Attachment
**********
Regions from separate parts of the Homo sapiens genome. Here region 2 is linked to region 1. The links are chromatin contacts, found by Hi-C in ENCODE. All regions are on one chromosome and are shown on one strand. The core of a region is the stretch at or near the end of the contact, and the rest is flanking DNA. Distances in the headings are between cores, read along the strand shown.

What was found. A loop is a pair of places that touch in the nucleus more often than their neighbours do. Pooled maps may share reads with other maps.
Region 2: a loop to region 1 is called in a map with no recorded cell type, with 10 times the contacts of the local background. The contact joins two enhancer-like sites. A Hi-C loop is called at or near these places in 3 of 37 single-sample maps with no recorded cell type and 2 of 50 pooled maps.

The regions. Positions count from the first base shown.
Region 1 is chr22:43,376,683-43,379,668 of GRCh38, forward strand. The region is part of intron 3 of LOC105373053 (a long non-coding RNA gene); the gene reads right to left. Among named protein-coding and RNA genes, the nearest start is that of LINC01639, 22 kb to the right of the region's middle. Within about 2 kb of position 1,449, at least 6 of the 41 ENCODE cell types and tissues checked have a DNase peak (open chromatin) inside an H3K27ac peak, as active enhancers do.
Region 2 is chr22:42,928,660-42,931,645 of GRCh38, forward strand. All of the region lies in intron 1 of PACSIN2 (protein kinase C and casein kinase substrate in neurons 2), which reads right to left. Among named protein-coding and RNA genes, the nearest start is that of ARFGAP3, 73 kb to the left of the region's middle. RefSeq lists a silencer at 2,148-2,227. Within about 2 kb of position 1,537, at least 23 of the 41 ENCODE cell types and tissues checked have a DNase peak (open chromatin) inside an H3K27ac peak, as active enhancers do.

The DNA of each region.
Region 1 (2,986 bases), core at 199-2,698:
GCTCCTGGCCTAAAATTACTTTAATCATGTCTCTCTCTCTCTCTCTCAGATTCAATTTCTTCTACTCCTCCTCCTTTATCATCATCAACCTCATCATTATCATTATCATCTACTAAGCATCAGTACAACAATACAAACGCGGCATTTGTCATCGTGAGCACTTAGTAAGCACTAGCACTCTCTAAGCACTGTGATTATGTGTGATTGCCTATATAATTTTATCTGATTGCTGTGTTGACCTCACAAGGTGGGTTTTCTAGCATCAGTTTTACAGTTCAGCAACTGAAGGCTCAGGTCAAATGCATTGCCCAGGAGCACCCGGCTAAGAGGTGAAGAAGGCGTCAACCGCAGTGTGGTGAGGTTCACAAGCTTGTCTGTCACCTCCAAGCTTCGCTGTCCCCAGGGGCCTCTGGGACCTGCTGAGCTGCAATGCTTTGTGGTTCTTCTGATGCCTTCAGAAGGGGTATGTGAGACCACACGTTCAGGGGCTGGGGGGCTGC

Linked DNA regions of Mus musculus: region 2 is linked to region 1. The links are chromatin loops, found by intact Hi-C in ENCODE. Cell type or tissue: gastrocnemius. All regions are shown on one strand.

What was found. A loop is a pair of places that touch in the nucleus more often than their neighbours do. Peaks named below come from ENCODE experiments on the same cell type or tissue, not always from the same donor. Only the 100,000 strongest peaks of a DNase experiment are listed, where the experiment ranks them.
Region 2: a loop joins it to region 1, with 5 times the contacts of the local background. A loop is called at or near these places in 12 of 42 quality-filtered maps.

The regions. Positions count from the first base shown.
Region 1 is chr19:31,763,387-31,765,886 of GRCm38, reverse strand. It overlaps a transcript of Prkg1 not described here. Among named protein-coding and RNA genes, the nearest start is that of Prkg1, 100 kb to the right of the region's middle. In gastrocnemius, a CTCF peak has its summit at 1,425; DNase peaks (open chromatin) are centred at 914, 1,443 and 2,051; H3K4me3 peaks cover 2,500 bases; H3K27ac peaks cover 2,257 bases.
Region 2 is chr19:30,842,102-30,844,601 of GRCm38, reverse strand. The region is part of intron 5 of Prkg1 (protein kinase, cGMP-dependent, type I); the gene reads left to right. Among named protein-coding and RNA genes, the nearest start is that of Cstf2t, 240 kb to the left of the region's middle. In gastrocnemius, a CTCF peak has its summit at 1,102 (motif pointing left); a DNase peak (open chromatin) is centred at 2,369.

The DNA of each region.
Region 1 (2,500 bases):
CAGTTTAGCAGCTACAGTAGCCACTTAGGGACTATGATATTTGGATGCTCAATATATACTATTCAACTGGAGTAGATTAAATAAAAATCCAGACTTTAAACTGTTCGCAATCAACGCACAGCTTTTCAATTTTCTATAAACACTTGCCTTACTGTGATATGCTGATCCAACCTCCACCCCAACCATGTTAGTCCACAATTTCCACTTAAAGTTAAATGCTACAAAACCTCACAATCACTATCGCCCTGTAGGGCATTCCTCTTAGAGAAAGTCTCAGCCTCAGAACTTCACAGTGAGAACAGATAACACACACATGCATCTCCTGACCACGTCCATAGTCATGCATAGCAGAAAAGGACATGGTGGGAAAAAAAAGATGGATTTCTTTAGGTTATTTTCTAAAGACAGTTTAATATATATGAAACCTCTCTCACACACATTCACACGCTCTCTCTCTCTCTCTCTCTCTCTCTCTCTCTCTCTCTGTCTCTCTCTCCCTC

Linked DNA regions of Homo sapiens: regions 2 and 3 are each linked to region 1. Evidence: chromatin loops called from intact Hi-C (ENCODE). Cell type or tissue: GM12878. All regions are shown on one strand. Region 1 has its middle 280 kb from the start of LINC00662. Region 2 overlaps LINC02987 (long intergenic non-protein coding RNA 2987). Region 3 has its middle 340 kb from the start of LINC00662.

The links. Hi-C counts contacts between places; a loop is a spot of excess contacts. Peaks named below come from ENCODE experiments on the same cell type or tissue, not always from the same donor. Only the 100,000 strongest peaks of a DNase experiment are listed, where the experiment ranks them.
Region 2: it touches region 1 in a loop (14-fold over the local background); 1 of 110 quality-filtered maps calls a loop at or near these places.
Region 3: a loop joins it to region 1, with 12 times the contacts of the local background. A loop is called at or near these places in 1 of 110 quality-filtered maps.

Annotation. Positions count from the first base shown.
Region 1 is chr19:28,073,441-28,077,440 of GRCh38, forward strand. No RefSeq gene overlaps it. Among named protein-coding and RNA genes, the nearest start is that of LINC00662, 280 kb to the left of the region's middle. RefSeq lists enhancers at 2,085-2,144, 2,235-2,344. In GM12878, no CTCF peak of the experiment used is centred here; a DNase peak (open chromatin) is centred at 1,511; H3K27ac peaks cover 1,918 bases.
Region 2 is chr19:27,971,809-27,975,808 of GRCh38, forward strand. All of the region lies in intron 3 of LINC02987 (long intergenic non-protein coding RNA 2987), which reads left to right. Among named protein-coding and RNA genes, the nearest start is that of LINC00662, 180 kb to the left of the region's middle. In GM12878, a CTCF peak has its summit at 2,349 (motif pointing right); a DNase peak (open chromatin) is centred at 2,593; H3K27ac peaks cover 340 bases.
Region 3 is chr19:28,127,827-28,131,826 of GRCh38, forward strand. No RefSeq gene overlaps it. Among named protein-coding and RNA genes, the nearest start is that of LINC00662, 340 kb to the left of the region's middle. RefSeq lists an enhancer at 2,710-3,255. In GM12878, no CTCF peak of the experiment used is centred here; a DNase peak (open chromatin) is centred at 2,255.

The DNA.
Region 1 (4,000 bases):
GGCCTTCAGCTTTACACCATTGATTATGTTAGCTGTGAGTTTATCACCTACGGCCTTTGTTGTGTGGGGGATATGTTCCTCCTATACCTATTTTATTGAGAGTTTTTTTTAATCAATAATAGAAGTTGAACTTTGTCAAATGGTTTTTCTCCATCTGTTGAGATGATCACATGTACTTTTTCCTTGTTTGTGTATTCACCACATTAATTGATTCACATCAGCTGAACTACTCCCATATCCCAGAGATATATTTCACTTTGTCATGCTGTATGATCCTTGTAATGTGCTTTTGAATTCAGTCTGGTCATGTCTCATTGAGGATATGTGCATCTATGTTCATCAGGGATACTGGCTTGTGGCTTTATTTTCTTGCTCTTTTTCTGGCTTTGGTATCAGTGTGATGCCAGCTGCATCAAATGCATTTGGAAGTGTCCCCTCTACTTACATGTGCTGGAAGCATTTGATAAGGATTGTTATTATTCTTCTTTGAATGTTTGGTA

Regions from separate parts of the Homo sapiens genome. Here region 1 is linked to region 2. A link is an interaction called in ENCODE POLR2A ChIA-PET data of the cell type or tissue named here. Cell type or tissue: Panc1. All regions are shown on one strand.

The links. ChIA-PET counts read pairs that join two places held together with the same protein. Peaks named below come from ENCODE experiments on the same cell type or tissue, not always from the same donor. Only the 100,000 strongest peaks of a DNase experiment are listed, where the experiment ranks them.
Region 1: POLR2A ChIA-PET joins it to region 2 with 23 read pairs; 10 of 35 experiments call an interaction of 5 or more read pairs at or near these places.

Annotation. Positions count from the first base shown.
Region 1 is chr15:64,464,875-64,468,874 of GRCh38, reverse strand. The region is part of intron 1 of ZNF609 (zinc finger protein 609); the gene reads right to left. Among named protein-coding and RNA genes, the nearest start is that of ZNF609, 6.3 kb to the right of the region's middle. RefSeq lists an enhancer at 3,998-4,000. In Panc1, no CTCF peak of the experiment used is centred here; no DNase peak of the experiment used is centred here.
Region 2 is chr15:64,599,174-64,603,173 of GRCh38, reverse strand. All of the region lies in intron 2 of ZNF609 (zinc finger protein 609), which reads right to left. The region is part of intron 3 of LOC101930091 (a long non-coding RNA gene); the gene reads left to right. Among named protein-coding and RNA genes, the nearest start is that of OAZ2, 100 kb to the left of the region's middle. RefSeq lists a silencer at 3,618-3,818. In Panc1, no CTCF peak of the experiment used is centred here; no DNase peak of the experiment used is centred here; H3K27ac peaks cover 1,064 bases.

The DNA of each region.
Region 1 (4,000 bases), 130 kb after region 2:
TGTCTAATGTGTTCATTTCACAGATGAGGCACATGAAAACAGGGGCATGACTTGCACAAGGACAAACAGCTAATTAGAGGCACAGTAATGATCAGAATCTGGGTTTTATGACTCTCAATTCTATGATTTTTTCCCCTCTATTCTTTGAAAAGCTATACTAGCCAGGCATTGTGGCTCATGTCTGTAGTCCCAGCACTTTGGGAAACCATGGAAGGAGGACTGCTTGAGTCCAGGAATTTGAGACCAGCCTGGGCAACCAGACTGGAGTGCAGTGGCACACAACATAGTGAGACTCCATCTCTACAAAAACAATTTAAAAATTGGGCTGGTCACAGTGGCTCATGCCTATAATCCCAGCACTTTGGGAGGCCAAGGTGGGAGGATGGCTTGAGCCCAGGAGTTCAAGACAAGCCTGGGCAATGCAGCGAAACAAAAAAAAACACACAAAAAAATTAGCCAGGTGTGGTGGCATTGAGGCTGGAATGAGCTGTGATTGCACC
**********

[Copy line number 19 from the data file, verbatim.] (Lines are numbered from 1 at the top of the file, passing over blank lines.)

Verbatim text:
Linked DNA regions of Homo sapiens: regions 2 and 3 are each linked to region 1. Evidence: chromatin loops called from intact Hi-C (ENCODE). Cell type or tissue: GM12878. All regions are shown on one strand. Region 1 has its middle 280 kb from the start of LINC00662. Region 2 overlaps LINC02987 (long intergenic non-protein coding RNA 2987). Region 3 has its middle 340 kb from the start of LINC00662.